Kenneth Lonergan's Long-Delayed 'Margaret' Finally Gets A Release Date

Way back when, we reported on a film called Margaret by You Can Count on Me director Kenneth Lonergan. At that point — 2009 — the film had already been delayed for years, and our post was an explanation of the various reasons why. Now, three years after that, the film is finally set to get a release.

Starring Anna Paquin, Mark Ruffalo and Matt Damon, Margaret revolves around a young woman dealing with guilt and grief in the wake of a tragic bus accident. The film marks a reunion for Ruffalo and Lonergan, who previously worked together on the excellent You Can Count on Me. Read more after the jump.

To make a long story short, Lonergan was unable to finish the film in a way that satisfied both him and the studio. A large part of the contention was over Margaret's length — Lonergan's cut ran three hours, Fox Searchlight demanded that he get it down to two. Various editors, including Sydney Pollack, Scott Rudin, and Thelma Schoonmaker, came and went, loans were had (from Lonergan's buddy Matthew Broderick, who has a supporting role in the film), and an ugly legal battle ensued.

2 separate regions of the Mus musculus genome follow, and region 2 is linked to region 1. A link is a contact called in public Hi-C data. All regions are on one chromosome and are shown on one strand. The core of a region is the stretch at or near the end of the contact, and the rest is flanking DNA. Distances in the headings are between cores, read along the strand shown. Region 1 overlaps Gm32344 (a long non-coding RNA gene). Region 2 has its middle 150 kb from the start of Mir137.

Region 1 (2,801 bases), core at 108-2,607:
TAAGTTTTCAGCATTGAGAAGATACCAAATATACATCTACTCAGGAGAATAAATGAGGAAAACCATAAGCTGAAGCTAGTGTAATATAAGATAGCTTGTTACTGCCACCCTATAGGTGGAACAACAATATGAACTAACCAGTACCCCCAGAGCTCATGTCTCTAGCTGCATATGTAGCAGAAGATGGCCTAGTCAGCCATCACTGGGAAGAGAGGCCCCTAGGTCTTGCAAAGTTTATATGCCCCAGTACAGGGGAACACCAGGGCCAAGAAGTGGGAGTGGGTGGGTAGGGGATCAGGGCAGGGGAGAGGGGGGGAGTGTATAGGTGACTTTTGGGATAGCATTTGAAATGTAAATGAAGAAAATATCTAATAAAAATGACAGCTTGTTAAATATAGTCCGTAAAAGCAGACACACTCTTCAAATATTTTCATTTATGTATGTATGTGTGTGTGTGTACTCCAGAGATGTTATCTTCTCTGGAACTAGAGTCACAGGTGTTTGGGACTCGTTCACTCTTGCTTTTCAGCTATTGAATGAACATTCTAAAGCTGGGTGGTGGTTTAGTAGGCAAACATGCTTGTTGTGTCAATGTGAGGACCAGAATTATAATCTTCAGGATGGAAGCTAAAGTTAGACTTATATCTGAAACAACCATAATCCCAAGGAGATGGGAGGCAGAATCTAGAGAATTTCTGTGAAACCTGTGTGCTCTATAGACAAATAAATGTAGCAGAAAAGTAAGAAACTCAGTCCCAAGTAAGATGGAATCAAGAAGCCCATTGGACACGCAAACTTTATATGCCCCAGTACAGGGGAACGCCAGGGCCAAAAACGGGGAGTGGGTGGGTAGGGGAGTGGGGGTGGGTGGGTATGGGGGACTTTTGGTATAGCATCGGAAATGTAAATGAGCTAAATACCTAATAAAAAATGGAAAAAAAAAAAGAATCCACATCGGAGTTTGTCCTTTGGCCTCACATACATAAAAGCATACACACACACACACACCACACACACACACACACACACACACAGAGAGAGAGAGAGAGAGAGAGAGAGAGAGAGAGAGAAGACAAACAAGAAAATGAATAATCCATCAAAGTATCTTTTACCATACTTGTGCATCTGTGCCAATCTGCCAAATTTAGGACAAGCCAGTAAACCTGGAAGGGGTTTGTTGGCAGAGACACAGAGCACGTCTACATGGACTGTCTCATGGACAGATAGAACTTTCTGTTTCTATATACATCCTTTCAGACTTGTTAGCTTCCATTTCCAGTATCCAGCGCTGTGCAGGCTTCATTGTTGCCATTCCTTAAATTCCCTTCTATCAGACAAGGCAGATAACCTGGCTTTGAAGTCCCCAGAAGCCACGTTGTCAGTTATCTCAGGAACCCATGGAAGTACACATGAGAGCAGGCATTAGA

This past spring, however, producer Gary Gilbert promised that we'd see the long-delayed film hit theaters before the end of the year, and it seems he's making good on the promise: Margaret is now set to open September 30, according to Exhibitor Relations. The cut that's being released seems to be the one "arbitrated" by Martin Scorsese, as mentioned by Ruffalo earlier this year.

Oddly enough, the delay has made Margaret's release extra timely. Ruffalo has called the movie "a love story to a post-9/11 America and New York City," and, well, you probably don't need me to tell you what tragic event hits its ten-year anniversary this fall. The attack is bound to be extra-fresh in people's minds right around the time of Margaret's premiere.

Though no one's seen the final cut at this point (obviously), it sounds like we're in for a treat. Brendon Connelly, while writing about the project for /Film, called the script "truly splendid," and Scorsese is said to have called a 2006 cut of the film "a masterpiece." Though the movie's undoubtedly changed a lot since then, I'm hoping that not all of its greatness has been lost. At the very least, the director and the cast haven't changed — and they were a huge part of why Margaret was so highly anticipated to begin with.